This weekend as Americans relax and usher in another summer vacation season with cookouts, beach reading, shopping sprees, blockbuster movie openings, and good times with families and friends, we also remember America’s military men and women who died for our country. It is, after all, Memorial Day Weekend.
As we reflect on those who were killed and pay tribute to their sacrifices, we sometimes find ourselves asking, “Why?”
Why did these men and women die? Why did our leaders send them to distant lands to fight? And why don’t more people appreciate and remember our fallen patriots?
As countries and regions of the world suffer from state-sponsored terrorism, religious extremism, and totalitarian regimes, we also ask ourselves, “How?” How much longer will this go on? How can we stop the world from unraveling? And how many more American men and women will be added to the seemingly endless list of US combat deaths by this time next year?
As difficult as these questions are to answer and as impassioned or even heated as we get when discussing them, many people can at least agree that Memorial Day not only honors those who made the ultimate sacrifice, but also serves as a cautionary reminder of possible events to come.
On this Memorial Day – and every day - American men and women, stationed on the front lines of potential flashpoints around the world, are in harm’s way. From recent deployments to Afghanistan and Eastern Europe (NATO), to America’s continued presence in South Korea, Germany, and Japan, well-trained and dedicated soldiers, sailors, airmen, and Marines are ready to fight. They are prepared for battles they hope will never happen.
But unfortunately, conflicts erupt and when they do, young Americans inevitably die. We can only hope their deaths are not in vain and that our leaders have a compelling reason for sending them into combat. As history teaches us, however, the “reasons” can take years to understand, and the long-term political, economic, and social consequences - good and bad - of our military actions are sometimes not fully realized until generations later.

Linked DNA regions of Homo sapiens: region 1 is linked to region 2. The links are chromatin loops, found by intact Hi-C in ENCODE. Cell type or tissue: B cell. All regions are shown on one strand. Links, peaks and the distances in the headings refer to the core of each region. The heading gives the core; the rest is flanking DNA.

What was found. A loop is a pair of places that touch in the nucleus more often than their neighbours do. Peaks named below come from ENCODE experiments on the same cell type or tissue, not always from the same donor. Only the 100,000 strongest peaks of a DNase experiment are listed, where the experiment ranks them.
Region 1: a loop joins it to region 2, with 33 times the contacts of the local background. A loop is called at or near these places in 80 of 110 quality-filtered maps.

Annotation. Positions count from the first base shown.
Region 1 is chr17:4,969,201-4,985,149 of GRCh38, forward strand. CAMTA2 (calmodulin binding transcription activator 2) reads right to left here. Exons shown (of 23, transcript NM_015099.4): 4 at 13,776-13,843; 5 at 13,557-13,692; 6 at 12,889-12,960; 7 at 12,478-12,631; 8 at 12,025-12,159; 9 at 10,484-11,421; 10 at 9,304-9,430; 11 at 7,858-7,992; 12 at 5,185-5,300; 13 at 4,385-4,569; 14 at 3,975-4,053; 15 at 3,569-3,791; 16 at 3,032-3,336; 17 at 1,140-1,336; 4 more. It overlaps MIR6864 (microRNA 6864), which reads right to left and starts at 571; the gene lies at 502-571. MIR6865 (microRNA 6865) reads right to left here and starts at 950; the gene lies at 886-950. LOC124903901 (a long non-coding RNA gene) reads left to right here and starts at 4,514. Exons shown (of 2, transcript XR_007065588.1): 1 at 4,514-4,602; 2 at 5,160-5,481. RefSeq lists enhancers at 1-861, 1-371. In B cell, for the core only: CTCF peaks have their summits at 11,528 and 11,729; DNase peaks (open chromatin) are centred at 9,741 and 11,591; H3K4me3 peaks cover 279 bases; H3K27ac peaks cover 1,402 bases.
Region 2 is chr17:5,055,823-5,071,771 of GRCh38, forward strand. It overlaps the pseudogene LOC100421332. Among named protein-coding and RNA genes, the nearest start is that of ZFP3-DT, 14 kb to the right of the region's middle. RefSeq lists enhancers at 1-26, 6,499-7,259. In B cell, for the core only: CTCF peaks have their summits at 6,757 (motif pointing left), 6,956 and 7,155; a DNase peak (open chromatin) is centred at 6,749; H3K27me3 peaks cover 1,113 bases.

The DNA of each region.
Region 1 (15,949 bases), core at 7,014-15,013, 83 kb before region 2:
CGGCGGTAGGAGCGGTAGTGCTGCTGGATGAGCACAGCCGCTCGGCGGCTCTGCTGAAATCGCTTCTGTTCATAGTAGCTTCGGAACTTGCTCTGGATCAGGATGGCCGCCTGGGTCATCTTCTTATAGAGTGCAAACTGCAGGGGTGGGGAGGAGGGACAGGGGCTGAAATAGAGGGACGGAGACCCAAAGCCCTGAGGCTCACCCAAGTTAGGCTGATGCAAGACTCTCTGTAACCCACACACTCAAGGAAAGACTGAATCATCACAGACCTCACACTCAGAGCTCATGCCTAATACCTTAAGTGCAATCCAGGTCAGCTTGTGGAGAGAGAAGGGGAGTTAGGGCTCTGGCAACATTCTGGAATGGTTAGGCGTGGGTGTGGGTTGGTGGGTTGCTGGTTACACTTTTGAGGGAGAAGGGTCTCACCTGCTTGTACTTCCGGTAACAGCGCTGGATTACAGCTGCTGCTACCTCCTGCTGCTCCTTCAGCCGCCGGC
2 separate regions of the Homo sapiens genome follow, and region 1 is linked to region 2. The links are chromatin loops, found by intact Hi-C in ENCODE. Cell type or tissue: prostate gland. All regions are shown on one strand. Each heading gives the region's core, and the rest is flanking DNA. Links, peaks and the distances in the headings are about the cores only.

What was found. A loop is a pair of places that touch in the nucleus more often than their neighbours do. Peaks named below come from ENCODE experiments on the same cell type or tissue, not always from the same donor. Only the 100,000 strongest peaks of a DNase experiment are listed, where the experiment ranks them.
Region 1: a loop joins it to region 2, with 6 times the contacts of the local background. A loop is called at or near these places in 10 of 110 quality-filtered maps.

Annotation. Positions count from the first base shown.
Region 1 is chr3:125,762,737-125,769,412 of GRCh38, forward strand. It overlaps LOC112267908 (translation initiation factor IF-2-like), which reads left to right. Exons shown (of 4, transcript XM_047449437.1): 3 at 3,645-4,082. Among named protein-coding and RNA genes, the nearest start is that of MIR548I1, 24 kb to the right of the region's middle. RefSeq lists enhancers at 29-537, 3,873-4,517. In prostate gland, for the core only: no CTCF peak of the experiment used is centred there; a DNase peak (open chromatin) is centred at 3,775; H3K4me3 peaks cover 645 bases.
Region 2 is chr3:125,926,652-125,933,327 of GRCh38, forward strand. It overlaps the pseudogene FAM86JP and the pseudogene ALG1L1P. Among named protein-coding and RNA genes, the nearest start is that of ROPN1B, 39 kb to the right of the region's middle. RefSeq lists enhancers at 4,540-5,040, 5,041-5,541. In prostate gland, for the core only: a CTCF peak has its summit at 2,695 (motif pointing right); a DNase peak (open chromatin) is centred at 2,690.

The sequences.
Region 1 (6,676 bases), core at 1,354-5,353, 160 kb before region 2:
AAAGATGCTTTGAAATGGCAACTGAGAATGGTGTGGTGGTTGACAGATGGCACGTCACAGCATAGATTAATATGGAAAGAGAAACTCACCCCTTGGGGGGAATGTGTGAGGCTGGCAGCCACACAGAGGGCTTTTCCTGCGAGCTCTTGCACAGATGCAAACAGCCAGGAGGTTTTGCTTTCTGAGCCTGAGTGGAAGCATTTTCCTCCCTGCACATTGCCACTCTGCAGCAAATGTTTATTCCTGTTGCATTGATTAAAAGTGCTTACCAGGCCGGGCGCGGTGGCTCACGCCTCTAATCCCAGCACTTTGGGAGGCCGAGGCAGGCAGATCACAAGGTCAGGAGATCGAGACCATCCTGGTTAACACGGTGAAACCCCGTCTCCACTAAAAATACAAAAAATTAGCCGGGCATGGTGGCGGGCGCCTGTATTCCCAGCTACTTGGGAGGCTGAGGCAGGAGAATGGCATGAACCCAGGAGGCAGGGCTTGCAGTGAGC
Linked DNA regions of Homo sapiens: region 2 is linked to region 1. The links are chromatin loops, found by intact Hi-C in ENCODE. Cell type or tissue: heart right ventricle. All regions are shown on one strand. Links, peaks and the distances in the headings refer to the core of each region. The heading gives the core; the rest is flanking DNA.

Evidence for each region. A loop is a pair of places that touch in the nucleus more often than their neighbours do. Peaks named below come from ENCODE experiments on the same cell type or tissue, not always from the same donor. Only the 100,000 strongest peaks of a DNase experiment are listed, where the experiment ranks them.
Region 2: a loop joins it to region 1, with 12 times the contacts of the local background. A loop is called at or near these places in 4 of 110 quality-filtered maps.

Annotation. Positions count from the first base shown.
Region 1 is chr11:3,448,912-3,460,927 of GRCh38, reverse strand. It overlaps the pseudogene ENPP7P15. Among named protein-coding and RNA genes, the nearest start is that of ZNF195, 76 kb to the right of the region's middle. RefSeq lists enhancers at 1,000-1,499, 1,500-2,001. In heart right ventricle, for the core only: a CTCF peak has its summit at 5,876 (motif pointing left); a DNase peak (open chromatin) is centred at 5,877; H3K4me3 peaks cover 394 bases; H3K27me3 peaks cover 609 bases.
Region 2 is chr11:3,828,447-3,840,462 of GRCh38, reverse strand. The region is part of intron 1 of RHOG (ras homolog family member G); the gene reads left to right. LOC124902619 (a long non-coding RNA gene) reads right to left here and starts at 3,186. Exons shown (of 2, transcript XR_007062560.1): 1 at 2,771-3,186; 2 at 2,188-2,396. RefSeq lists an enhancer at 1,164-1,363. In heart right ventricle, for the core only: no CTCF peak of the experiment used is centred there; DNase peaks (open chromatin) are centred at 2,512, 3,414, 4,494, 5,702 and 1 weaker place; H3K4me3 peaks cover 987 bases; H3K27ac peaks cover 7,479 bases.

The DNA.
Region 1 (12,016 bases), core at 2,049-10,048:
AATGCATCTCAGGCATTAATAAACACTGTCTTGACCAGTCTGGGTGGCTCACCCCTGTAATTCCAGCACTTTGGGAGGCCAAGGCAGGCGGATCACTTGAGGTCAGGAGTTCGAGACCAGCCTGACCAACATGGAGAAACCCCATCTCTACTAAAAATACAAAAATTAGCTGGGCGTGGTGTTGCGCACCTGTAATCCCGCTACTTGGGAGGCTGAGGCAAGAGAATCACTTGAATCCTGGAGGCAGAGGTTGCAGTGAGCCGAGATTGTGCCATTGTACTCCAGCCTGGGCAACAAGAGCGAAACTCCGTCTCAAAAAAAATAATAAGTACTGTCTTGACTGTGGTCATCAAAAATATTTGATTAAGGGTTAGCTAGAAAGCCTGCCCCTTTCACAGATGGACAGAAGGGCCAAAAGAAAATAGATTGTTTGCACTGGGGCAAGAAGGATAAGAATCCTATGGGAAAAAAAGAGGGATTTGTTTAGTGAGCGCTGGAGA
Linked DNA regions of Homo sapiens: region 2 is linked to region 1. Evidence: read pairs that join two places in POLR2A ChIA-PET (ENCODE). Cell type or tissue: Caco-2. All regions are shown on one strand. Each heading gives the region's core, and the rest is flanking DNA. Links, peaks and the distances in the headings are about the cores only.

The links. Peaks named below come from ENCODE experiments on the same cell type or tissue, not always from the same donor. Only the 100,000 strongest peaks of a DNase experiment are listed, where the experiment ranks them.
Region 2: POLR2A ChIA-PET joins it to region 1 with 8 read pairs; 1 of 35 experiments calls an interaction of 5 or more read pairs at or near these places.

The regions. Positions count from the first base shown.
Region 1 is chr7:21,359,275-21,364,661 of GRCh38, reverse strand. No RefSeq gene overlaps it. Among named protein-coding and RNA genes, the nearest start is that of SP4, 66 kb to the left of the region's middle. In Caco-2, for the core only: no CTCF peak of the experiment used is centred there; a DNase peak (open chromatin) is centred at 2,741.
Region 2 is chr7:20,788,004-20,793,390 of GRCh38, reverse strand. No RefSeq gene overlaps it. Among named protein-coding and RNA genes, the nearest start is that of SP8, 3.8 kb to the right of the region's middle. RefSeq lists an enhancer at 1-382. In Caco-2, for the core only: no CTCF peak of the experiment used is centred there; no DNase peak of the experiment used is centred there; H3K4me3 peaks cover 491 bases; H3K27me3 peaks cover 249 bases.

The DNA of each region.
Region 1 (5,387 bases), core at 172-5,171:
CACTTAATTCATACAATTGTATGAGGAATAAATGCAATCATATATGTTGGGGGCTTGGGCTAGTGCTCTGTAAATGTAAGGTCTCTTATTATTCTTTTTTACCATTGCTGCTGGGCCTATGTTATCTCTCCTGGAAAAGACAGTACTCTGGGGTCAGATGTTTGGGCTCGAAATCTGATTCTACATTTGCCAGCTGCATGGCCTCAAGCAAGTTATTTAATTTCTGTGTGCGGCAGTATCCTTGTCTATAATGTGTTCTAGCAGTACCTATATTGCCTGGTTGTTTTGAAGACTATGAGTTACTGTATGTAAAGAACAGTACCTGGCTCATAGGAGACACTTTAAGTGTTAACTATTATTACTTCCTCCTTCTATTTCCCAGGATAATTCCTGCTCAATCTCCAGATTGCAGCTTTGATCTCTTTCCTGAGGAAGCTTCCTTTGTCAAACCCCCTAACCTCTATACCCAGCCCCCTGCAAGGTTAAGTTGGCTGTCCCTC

Case in point. A few weeks ago, on May 10, Moon Jae-in, a South Korean born at a refugee relocation center during the Korean War, became the 12th president of the Republic of Korea. His “refugee to president” story immediately received attention in news and social media outlets around the world.
But what does this have to do with Memorial Day?
Moon Jae-in’s parents were rescued by US servicemen in North Korea sixty-seven years ago. Without the sacrifices made by Americans at a battle called “Chosin,” and the subsequent Hungnam Evacuation, in which Moon Jae-in’s parents and nearly 100,000 refugees were rescued, Korea’s current president would almost certainly have spent his entire life in North Korea.
To understand what happened to the Moon family, we must also understand America’s role in saving the Korean peninsula from Kim Il-sung and his Chinese supporters in 1950.
In late November of that year, American troops fighting in the northeast mountains of North Korea were surrounded by tens-of-thousands of Chinese soldiers at a remote reservoir called Chosin (or Changin). In one of the most epic and terrifying battles in US history, US Marines and soldiers, vastly outnumbered by Mao’s forces, held off the Chinese and “attacked in another direction” seventy-eight miles to the coast. Their destination was the port city of Hungnam, where they would evacuate by ship to the South.
The Korean War had started five months earlier, on June 25, but after almost half a year of fighting and the near total destruction of the North Korean army, the Chinese had entered the war. Mao had come to the rescue of his Communist brethren.
By December 1950, Moon Jae-in’s mother and father had already lived under communist rule, first Stalin and then Kim Il-sung, for five years. With US troops now evacuating from Hungnam, about 10 miles from their hometown of Hamhung, North Korea, Moon’s parents hoped the Americans might give them the opportunity to escape from the Chinese army.
Thankfully for Moon Jae-in, who was born two years later in freedom, the US military did give them the opportunity. US Navy and Merchant Marine ships rescued nearly 100,000 North Korean civilians, and Moon’s family was sent 350 miles down the coast to Geoje Island, a refugee relocation center, where they lived until moving to Busan.
In the final two months of 1950, thousands of Americans were killed or listed as MIA, missing in action, fighting the Chinese army. The sacrifices made by these US Marines, soldiers, and sailors impacted thousands of lives. Today it is estimated there are one million descendants of Hungnam refugees living in freedom in South Korea, the US, and countries around the world. President Moon is one of them.
On this Memorial Day, then, let us remember Americans who died not only for our freedom but also for the freedom of others around the world.